Help kick off Hispanic Heritage month this Friday, Sept. 24, in Scandling. Enjoy the festive food and music while learning about Hispanics from across the United States who have had a great impact on our world. The display opens at 5 p.m., so come check it out.
Hispanic Heritage Month began on Sept. 15, the anniversary of independence for five Latin American countries—Costa Rica, El Salvador, Guatemala, Honduras, and Nicaragua. In addition, Mexico declared its independence on Sept. 16, and Chile on Sept. 18.
Some notable people with Hispanic heritage (information is from www.infoplease.com)
Luis Walter Alvarez
Birthplace: San Francisco, Calif.
Radio distance and direction indicator—Alvarez was awarded the Nobel Prize for Physics in 1968. He helped design a ground-controlled radar system for aircraft landings and with his son developed the meteorite theory of dinosaur extinction. (1978)
Birthplace: Laredo, Texas
Barkley, an enlisted private in the U.S. Army, was the first Hispanic American to be awarded the Congressional Medal of Honor. During World War I he voluntarily swam the icy Meuse River in France to gather information behind German lines. He drowned on the way back from the Meuse mission and was honored posthumously with the Congressional Medal of Honor. His Hispanic heritage was not known until 1989.
Secretary of Housing and Urban Development, Clinton Administration
Birthplace: San Antonio, Texas
Henry Cisneros served as Secretary of Housing and Urban Development from 1993 to 1997, under President Clinton. After working as a professor of environmental studies and a city councilor in his native San Antonio, in 1981 Cisneros was elected mayor, becoming the first Hispanic to serve as mayor of a major U.S. city. During his four terms Cisneros was a popular leader who helped revitalize downtown San Antonio. Cisneros pleaded guilty in 1999 to a misdemeanor count of lying to the FBI. In his 1993 background check for his cabinet position, he lied about payments he made to a former mistress. President Clinton pardoned him in January 2001.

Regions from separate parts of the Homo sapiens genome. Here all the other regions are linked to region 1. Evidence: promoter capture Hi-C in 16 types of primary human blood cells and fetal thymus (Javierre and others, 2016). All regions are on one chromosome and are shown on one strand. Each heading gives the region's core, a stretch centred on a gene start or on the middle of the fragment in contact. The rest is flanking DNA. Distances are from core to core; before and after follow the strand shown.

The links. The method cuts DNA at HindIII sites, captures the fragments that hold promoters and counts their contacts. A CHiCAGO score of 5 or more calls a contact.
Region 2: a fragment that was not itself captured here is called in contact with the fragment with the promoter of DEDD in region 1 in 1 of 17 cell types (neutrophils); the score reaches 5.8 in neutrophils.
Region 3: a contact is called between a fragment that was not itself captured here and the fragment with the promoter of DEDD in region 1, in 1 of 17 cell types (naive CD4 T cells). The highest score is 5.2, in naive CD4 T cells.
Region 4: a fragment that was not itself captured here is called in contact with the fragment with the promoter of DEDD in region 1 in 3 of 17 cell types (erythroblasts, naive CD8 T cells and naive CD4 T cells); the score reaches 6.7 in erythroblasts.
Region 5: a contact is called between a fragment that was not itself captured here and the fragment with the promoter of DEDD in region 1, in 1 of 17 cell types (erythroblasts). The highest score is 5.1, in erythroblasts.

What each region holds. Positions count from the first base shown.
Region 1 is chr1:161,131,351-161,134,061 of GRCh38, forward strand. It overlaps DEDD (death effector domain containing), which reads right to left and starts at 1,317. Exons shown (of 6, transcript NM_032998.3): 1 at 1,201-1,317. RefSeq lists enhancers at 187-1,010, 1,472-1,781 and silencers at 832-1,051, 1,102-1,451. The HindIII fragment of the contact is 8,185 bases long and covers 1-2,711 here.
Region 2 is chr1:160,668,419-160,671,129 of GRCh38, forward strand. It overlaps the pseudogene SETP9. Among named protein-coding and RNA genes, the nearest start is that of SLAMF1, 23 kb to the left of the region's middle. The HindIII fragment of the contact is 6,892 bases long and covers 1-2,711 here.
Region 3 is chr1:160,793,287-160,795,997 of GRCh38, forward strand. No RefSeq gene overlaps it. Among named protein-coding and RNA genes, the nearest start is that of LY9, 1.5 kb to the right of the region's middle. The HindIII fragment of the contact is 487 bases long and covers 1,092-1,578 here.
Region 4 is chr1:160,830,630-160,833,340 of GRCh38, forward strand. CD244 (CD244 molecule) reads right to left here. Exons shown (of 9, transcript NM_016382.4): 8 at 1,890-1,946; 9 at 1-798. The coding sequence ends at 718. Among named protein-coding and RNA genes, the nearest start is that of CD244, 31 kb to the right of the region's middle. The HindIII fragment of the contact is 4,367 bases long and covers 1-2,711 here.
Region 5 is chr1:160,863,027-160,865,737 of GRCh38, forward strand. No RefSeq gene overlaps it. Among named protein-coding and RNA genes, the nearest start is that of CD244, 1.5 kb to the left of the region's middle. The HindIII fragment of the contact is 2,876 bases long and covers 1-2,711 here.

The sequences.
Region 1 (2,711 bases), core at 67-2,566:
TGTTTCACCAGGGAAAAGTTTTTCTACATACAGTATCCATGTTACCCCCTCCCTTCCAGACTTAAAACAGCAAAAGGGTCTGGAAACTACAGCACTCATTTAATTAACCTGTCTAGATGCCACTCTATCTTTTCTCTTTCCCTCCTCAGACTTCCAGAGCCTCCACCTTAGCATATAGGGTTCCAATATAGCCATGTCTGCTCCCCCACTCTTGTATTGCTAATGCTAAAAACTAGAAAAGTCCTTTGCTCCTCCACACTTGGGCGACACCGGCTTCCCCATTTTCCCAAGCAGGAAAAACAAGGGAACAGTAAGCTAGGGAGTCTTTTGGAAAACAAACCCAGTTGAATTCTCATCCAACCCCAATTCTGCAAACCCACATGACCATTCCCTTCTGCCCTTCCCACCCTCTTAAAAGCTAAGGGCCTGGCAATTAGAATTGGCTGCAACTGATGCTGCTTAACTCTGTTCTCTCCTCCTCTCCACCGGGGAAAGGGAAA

Birthplace: Los Angeles, California
Astronaut Ellen Ochoa first left Earth in July 1991 and became the world's first Hispanic female astronaut. A mission specialist and flight engineer, she has since logged more than 900 hours in space on four flights, the last in 2002. Dr. Ochoa's many awards include NASA's Exceptional Service Medal (1997) and Outstanding Leadership Medal (1995). Besides being an astronaut, researcher, and engineer, Ochoa is a classical flutist.
Birthplace: Yabucoa, Puerto Rico
In 1992 Nydia Velázquez became the first Puerto Rican woman elected to Congress (Democrat, New York). Velázquez was an activist as a teenager in rural Puerto Rico and came to the U.S. to earn a master's degree in political science at New York University. She has taught university in both Puerto Rico and the U.S. As a U.S. Representative she has been outspoken about voter registration, health care, and family violence.
Raquel Welch (Raquel Tejada)
Welch's early films, such as One Million Years B.C. (1966), Fantastic Voyage (1966), and Bedazzled (1967), established her as a sex symbol, an image she has never shaken. Her other movies include Myra Breckinridge (1970), Mother, Jugs and Speed (1976), and Chairman of the Board (1998). She has also made numerous television appearances, including guest spots on Mork and Mindy (1978), Seinfeld (1990), Spin City (1996), and as a regular on the PBS dramatic series American Family (2002-2004).
Also visit the National Registry of Historic Places